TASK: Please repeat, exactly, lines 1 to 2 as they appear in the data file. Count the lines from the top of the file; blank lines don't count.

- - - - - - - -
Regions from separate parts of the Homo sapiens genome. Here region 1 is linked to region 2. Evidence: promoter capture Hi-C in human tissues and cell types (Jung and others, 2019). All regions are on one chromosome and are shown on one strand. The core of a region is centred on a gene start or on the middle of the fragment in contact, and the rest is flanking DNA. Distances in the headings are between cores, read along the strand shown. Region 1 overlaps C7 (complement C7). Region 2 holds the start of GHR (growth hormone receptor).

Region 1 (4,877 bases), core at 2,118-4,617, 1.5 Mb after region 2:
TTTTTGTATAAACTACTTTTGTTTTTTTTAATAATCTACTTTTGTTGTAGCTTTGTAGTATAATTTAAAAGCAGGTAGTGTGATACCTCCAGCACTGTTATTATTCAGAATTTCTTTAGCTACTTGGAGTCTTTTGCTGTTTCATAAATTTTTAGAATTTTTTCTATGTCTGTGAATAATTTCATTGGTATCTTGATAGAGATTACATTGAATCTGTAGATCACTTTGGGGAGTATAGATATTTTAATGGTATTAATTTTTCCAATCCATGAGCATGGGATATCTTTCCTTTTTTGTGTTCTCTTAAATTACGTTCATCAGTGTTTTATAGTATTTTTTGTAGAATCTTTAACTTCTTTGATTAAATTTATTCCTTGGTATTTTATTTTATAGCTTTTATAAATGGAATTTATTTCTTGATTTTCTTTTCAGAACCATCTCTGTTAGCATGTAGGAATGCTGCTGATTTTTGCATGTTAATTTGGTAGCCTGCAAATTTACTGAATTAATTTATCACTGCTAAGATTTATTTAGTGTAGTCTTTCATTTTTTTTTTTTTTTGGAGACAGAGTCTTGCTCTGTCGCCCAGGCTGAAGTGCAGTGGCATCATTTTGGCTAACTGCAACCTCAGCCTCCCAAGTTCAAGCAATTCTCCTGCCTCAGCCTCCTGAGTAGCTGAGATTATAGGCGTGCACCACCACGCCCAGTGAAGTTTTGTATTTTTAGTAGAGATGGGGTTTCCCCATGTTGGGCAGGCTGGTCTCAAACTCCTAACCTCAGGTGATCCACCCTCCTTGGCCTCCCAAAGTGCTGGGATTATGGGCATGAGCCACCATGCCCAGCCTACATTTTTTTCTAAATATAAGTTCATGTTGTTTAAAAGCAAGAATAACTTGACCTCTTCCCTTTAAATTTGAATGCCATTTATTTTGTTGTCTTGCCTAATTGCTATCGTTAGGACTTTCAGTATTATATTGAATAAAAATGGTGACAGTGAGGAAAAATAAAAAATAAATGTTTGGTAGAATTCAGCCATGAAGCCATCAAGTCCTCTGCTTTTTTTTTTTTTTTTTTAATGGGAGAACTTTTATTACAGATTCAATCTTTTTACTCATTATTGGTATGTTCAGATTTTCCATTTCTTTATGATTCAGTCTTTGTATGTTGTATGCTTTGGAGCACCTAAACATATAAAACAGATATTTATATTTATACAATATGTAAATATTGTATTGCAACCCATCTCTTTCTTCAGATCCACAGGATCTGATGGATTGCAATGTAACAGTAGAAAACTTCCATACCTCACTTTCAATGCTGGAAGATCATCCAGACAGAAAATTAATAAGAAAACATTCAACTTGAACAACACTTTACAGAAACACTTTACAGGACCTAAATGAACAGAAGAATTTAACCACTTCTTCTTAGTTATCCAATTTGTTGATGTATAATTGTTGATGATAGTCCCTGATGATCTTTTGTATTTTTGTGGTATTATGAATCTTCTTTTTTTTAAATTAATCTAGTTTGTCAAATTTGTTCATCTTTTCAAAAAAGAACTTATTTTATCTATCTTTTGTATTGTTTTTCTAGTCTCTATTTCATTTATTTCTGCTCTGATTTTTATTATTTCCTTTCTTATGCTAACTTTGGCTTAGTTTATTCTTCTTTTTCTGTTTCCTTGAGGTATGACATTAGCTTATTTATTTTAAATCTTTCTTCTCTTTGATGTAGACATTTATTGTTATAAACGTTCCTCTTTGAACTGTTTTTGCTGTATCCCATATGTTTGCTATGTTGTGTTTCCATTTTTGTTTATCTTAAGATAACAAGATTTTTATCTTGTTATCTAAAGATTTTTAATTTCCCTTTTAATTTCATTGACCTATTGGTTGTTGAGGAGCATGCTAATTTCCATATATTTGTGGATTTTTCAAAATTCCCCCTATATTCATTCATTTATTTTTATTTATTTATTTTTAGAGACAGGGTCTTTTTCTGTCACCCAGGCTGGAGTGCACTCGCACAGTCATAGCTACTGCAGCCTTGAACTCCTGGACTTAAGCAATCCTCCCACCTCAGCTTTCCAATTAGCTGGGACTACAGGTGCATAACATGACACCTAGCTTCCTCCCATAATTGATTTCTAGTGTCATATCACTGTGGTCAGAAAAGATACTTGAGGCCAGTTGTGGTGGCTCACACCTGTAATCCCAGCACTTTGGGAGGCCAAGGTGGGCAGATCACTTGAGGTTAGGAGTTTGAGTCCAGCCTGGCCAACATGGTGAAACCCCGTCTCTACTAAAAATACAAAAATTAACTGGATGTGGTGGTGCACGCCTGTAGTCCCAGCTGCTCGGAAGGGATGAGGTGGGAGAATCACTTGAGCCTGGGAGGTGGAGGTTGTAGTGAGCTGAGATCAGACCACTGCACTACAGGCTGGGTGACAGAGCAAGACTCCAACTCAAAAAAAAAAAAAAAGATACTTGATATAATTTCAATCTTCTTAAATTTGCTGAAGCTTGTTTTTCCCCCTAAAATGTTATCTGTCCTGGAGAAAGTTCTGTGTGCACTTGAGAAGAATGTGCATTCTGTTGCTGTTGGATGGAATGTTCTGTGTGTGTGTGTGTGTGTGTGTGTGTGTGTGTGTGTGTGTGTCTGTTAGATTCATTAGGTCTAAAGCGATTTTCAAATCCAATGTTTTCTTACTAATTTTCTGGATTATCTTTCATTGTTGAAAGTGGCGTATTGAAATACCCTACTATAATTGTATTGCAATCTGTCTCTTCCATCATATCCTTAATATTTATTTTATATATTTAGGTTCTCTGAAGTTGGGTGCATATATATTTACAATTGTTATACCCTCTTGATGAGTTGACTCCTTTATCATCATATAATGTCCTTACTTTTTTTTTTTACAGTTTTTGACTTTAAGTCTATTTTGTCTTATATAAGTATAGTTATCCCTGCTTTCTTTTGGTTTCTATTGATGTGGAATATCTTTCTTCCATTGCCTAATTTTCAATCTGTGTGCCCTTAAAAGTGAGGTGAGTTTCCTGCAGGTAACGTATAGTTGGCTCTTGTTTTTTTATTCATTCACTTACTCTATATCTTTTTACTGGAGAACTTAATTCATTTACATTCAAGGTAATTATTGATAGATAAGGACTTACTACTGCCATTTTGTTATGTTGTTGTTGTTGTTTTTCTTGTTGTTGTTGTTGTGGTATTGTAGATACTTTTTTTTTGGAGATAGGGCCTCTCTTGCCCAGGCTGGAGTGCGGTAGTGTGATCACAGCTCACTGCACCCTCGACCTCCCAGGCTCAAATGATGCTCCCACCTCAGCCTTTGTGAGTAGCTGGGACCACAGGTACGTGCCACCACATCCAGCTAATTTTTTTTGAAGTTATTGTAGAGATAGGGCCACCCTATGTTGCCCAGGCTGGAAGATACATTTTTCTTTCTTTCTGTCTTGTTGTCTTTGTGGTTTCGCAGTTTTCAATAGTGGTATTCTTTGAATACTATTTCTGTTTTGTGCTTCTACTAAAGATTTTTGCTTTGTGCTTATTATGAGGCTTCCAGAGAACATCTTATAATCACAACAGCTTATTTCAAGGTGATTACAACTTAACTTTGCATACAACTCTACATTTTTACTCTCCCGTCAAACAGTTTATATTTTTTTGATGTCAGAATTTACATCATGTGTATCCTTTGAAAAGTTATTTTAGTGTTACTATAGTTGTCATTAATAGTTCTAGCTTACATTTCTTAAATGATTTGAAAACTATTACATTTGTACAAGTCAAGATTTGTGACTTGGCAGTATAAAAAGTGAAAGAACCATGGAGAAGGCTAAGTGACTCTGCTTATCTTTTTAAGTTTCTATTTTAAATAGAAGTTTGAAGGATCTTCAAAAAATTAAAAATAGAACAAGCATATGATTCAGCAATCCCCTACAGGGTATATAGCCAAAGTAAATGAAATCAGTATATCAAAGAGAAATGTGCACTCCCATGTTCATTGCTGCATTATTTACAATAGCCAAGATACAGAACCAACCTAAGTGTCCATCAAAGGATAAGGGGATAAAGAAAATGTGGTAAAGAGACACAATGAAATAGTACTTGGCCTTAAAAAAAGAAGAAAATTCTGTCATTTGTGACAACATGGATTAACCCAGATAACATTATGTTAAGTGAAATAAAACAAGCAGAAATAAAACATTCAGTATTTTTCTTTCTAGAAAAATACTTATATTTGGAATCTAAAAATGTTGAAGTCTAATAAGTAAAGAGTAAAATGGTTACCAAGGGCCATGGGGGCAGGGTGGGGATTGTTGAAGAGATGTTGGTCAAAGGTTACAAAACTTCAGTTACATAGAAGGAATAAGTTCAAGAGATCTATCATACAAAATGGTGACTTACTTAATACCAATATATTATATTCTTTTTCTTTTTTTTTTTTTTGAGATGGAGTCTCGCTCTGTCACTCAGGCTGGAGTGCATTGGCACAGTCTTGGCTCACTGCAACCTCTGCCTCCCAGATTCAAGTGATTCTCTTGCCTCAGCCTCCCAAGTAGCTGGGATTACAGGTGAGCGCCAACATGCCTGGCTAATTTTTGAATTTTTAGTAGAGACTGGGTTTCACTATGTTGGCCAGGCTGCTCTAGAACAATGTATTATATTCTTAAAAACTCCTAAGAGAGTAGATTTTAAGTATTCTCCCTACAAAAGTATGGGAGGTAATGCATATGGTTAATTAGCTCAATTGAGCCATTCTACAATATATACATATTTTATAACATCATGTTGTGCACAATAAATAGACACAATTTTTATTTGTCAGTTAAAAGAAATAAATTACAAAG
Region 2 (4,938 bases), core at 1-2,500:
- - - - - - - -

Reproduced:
Regions from separate parts of the Homo sapiens genome. Here region 1 is linked to region 2. Evidence: promoter capture Hi-C in human tissues and cell types (Jung and others, 2019). All regions are on one chromosome and are shown on one strand. The core of a region is centred on a gene start or on the middle of the fragment in contact, and the rest is flanking DNA. Distances in the headings are between cores, read along the strand shown. Region 1 overlaps C7 (complement C7). Region 2 holds the start of GHR (growth hormone receptor).

Region 1 (4,877 bases), core at 2,118-4,617, 1.5 Mb after region 2: